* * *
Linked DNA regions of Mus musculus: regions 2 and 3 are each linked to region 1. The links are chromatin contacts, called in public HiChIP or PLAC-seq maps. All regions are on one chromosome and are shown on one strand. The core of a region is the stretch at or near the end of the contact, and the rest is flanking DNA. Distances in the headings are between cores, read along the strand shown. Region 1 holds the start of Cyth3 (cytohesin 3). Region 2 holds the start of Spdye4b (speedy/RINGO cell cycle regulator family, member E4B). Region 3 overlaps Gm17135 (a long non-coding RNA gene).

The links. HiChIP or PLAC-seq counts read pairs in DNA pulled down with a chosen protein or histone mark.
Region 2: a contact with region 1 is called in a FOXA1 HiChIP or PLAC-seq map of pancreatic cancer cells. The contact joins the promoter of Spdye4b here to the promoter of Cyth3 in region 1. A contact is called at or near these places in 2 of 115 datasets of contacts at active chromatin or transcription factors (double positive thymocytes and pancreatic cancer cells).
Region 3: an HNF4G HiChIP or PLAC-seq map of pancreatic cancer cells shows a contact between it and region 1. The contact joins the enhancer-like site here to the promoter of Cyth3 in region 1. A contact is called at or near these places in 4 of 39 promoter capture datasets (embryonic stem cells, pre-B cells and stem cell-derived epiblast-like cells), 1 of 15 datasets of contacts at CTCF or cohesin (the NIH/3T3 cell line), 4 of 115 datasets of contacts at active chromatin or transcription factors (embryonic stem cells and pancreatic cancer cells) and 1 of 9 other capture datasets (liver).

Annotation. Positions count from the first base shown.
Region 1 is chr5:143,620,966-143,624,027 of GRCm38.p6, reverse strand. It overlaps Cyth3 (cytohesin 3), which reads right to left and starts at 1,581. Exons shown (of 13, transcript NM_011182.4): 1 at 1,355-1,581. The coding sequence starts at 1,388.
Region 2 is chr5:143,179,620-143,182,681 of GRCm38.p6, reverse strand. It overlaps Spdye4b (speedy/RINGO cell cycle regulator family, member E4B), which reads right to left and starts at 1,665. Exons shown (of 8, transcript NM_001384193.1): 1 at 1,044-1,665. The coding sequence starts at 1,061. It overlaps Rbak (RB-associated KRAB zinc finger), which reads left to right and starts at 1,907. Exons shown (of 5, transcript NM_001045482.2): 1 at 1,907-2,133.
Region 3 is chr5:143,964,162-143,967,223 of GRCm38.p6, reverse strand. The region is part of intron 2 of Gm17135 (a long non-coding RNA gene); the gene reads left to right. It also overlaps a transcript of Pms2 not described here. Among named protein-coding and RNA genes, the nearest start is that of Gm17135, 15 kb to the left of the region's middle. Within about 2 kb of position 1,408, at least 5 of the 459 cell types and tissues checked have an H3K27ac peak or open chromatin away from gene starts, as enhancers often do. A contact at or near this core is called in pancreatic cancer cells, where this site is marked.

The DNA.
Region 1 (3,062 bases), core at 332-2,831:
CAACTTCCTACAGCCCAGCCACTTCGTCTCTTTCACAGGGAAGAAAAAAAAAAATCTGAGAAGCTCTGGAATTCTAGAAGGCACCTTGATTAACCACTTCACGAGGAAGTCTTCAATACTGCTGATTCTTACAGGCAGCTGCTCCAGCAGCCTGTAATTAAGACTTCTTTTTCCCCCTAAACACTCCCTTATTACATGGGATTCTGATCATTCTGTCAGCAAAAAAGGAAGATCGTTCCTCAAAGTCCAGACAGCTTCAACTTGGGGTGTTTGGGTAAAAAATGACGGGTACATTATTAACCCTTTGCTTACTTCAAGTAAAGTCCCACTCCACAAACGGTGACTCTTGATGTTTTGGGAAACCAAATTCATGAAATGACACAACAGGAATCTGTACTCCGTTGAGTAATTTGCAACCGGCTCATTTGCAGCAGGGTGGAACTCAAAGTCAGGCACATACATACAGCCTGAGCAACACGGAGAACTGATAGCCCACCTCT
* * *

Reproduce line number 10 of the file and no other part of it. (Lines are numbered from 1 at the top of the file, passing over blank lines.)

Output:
Region 1 (3,062 bases), core at 332-2,831: